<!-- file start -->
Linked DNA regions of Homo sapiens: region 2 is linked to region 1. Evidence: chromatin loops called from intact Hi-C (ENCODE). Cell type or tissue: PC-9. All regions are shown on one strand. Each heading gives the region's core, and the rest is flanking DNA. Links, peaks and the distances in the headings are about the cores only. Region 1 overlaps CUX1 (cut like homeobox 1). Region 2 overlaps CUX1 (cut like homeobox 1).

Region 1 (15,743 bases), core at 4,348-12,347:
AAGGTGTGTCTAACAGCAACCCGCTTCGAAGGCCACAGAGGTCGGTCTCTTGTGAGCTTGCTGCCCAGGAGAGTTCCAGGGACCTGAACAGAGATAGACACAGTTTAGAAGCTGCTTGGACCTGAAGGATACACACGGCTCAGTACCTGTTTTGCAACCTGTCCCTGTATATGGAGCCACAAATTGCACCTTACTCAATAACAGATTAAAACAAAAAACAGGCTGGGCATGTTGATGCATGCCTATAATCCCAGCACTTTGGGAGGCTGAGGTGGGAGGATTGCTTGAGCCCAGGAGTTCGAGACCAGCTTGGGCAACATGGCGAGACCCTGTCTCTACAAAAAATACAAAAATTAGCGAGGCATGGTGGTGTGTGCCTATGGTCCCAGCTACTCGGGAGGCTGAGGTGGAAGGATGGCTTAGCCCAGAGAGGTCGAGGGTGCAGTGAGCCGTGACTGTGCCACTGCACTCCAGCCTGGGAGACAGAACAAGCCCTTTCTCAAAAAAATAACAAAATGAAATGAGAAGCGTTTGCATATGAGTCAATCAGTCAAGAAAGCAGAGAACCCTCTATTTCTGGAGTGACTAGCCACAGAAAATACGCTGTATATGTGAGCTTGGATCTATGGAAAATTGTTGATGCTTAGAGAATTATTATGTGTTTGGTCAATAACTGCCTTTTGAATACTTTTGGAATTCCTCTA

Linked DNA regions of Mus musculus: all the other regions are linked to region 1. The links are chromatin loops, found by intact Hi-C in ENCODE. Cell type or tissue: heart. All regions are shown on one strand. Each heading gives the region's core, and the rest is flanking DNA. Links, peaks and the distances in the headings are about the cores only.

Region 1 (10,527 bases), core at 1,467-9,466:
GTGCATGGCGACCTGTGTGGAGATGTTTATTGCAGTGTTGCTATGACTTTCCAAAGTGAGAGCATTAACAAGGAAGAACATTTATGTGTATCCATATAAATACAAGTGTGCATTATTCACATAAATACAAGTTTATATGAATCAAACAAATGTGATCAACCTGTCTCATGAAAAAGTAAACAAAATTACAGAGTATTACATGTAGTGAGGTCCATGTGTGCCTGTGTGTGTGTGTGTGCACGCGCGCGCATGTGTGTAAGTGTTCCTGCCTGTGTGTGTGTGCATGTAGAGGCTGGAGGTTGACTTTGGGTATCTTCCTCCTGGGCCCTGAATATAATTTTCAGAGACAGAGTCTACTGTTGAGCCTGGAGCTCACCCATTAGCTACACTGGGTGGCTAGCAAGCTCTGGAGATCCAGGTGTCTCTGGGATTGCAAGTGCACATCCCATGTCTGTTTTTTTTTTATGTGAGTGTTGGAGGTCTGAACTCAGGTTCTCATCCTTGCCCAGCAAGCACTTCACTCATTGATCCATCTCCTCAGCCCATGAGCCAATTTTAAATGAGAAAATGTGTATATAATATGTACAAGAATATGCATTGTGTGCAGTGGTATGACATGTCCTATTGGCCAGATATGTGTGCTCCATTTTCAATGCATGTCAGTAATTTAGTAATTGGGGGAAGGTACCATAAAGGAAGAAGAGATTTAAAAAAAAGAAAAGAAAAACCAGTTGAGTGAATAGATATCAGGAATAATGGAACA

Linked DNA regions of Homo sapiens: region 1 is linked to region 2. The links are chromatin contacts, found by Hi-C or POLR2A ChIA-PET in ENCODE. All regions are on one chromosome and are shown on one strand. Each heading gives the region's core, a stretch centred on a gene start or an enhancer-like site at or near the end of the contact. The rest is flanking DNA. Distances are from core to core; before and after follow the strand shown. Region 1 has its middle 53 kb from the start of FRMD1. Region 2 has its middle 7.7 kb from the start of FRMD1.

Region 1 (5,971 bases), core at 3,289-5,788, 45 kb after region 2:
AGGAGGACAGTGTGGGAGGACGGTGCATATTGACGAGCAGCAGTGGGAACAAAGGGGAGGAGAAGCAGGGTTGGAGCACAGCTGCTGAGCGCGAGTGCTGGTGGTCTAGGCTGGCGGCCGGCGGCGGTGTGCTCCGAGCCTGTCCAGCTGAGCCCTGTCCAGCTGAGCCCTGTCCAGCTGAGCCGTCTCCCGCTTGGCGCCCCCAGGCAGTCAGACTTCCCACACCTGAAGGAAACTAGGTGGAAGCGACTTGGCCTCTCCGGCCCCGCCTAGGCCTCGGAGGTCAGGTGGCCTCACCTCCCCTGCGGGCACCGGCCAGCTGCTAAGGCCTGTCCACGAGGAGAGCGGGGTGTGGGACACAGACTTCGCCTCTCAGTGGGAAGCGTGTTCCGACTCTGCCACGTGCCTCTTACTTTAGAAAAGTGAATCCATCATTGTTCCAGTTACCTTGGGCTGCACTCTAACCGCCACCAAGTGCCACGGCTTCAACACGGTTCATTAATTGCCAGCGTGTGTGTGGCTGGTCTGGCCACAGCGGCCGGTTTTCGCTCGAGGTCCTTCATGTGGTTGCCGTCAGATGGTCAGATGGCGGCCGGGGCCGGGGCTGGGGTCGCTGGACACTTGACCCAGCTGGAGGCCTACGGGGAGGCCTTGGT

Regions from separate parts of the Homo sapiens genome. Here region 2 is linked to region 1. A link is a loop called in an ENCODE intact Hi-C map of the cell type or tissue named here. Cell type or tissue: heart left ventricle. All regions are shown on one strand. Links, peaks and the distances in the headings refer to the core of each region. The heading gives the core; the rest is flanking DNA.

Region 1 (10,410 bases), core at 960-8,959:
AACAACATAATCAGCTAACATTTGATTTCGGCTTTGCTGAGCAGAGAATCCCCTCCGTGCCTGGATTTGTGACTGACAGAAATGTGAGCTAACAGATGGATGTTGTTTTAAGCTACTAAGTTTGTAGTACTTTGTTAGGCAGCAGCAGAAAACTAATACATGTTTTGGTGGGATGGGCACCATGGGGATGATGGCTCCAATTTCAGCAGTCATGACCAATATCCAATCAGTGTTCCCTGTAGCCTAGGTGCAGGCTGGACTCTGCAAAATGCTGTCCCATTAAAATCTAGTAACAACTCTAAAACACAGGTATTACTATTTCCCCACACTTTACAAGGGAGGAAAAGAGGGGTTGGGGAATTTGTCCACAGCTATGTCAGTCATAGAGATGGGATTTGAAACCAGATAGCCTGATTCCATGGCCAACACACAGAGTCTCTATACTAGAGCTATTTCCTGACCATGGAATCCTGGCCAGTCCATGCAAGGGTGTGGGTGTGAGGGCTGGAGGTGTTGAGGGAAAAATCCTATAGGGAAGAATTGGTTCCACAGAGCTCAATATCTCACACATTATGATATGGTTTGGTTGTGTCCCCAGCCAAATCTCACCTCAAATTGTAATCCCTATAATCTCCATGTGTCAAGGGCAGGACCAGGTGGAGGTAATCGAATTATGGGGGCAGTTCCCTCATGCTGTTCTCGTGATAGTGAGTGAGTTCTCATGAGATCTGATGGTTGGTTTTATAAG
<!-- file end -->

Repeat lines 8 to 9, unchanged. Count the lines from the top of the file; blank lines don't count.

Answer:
Region 1 (5,971 bases), core at 3,289-5,788, 45 kb after region 2:
AGGAGGACAGTGTGGGAGGACGGTGCATATTGACGAGCAGCAGTGGGAACAAAGGGGAGGAGAAGCAGGGTTGGAGCACAGCTGCTGAGCGCGAGTGCTGGTGGTCTAGGCTGGCGGCCGGCGGCGGTGTGCTCCGAGCCTGTCCAGCTGAGCCCTGTCCAGCTGAGCCCTGTCCAGCTGAGCCGTCTCCCGCTTGGCGCCCCCAGGCAGTCAGACTTCCCACACCTGAAGGAAACTAGGTGGAAGCGACTTGGCCTCTCCGGCCCCGCCTAGGCCTCGGAGGTCAGGTGGCCTCACCTCCCCTGCGGGCACCGGCCAGCTGCTAAGGCCTGTCCACGAGGAGAGCGGGGTGTGGGACACAGACTTCGCCTCTCAGTGGGAAGCGTGTTCCGACTCTGCCACGTGCCTCTTACTTTAGAAAAGTGAATCCATCATTGTTCCAGTTACCTTGGGCTGCACTCTAACCGCCACCAAGTGCCACGGCTTCAACACGGTTCATTAATTGCCAGCGTGTGTGTGGCTGGTCTGGCCACAGCGGCCGGTTTTCGCTCGAGGTCCTTCATGTGGTTGCCGTCAGATGGTCAGATGGCGGCCGGGGCCGGGGCTGGGGTCGCTGGACACTTGACCCAGCTGGAGGCCTACGGGGAGGCCTTGGT